Tester shows mettle in decision to support Iran deal

We respect the views of Sen. Steve Daines, R-Mont., regarding the president’s agreement with Iran — he’s against it — and we even share his deep distrust of the Iranian government which has, ever since seizing our hostages in 1979, given the United States and the world very little basis for anything but distrust.

Nevertheless, we applaud the decision of Sen. Jon Tester, D-Mont., to support President Obama’s hard-won agreement. And we agree with it.

The accord with Iran is not based on trust. It is based on hard-nosed verification — “intrusive inspections and aggressive monitoring,” as Tester said in announcing his decision Thursday.

Tester stressed that if the agreement is violated by Iran, “all options are on the table” — code for the use of military force.

Which is as it should be.

The United States of America remains the strongest military power in the world. The best possible use of that military might is as a deterrent.

Certainly, we’re very concerned with inspection language that gives Iran up to 24 days’ notice of inspections — certainly not the “anytime, anywhere” protocol originally touted.

The question is not whether this agreement is the best possible. It is what is the alternative, at this point, to its adoption? If the United States does not even try to employ the results of diplomacy, that de-legitimizes whatever else it may do to prevent Iran from getting offensive nuclear capability.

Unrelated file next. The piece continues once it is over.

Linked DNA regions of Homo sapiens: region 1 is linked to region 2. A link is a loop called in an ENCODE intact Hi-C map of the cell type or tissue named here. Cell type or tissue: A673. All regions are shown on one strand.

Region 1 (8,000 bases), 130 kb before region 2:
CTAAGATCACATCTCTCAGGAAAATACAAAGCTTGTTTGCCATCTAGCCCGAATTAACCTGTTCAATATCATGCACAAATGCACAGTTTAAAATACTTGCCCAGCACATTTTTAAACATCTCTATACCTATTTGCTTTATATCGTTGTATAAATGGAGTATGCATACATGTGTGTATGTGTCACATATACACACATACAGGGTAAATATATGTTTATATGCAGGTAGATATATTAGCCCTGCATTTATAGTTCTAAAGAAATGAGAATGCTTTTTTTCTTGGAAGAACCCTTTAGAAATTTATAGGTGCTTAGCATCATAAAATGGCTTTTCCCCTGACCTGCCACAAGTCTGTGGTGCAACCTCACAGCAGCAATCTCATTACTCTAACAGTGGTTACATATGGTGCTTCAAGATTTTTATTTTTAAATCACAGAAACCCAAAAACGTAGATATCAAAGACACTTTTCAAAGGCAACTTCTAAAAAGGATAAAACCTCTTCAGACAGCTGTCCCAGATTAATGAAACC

Tester is convinced that the treaty represents the only chance to block nuclear proliferation in Iran.

“After reading the agreement, consulting with experts and listening to Montanans, it’s clear this deal is the only option right now to stop Iran from developing a nuclear weapon,” he said Thursday.

Tester arrived at his decision after lengthy deliberation and many consultations, which his staff enumerated after his decision was announced. His process included posting the entire agreement on his web site and seeking comment from Montanans, about 1,000 of whom took him up on that offer.

Probably the more politically expedient position for a swing-state Democratic senator would have been to oppose the agreement. We are pleased that Tester chose hard work over politics and “don’t trust, but verify” over “refuse to engage.”